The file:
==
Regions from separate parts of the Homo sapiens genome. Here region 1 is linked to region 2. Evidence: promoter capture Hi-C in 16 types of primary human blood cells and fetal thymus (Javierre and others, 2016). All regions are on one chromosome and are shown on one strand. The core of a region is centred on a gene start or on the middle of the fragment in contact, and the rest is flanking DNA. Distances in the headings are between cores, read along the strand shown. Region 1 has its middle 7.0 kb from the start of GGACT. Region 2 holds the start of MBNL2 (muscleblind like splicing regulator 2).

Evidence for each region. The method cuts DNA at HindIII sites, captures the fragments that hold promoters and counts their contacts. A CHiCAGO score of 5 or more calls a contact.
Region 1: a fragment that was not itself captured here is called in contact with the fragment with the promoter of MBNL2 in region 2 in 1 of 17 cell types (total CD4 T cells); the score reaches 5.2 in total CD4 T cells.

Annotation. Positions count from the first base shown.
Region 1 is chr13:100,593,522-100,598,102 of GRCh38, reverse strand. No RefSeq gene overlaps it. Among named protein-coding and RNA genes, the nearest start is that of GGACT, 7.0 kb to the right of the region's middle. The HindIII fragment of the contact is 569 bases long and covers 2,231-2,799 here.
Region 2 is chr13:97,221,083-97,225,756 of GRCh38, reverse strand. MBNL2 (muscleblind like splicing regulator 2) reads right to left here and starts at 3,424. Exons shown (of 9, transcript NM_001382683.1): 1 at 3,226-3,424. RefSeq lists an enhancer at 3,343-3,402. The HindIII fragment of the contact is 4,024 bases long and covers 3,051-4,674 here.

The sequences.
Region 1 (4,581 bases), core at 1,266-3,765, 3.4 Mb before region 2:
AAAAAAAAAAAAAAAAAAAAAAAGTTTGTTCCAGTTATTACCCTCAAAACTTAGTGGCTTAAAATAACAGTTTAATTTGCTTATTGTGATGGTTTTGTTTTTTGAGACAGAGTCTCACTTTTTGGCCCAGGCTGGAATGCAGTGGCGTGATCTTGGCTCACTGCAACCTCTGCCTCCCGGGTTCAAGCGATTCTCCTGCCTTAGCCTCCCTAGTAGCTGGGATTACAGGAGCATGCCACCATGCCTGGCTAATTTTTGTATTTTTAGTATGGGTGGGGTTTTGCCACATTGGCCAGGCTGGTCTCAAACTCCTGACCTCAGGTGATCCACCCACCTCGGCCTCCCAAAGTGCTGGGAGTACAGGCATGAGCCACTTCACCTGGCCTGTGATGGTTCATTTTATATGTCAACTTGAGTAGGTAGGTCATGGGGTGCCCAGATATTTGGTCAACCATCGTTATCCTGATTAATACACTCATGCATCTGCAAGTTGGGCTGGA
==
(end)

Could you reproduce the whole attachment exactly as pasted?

Regions from separate parts of the Homo sapiens genome. Here region 1 is linked to region 2. Evidence: promoter capture Hi-C in 16 types of primary human blood cells and fetal thymus (Javierre and others, 2016). All regions are on one chromosome and are shown on one strand. The core of a region is centred on a gene start or on the middle of the fragment in contact, and the rest is flanking DNA. Distances in the headings are between cores, read along the strand shown. Region 1 has its middle 7.0 kb from the start of GGACT. Region 2 holds the start of MBNL2 (muscleblind like splicing regulator 2).

Evidence for each region. The method cuts DNA at HindIII sites, captures the fragments that hold promoters and counts their contacts. A CHiCAGO score of 5 or more calls a contact.
Region 1: a fragment that was not itself captured here is called in contact with the fragment with the promoter of MBNL2 in region 2 in 1 of 17 cell types (total CD4 T cells); the score reaches 5.2 in total CD4 T cells.

Annotation. Positions count from the first base shown.
Region 1 is chr13:100,593,522-100,598,102 of GRCh38, reverse strand. No RefSeq gene overlaps it. Among named protein-coding and RNA genes, the nearest start is that of GGACT, 7.0 kb to the right of the region's middle. The HindIII fragment of the contact is 569 bases long and covers 2,231-2,799 here.
Region 2 is chr13:97,221,083-97,225,756 of GRCh38, reverse strand. MBNL2 (muscleblind like splicing regulator 2) reads right to left here and starts at 3,424. Exons shown (of 9, transcript NM_001382683.1): 1 at 3,226-3,424. RefSeq lists an enhancer at 3,343-3,402. The HindIII fragment of the contact is 4,024 bases long and covers 3,051-4,674 here.

The sequences.
Region 1 (4,581 bases), core at 1,266-3,765, 3.4 Mb before region 2:
AAAAAAAAAAAAAAAAAAAAAAAGTTTGTTCCAGTTATTACCCTCAAAACTTAGTGGCTTAAAATAACAGTTTAATTTGCTTATTGTGATGGTTTTGTTTTTTGAGACAGAGTCTCACTTTTTGGCCCAGGCTGGAATGCAGTGGCGTGATCTTGGCTCACTGCAACCTCTGCCTCCCGGGTTCAAGCGATTCTCCTGCCTTAGCCTCCCTAGTAGCTGGGATTACAGGAGCATGCCACCATGCCTGGCTAATTTTTGTATTTTTAGTATGGGTGGGGTTTTGCCACATTGGCCAGGCTGGTCTCAAACTCCTGACCTCAGGTGATCCACCCACCTCGGCCTCCCAAAGTGCTGGGAGTACAGGCATGAGCCACTTCACCTGGCCTGTGATGGTTCATTTTATATGTCAACTTGAGTAGGTAGGTCATGGGGTGCCCAGATATTTGGTCAACCATCGTTATCCTGATTAATACACTCATGCATCTGCAAGTTGGGCTGGA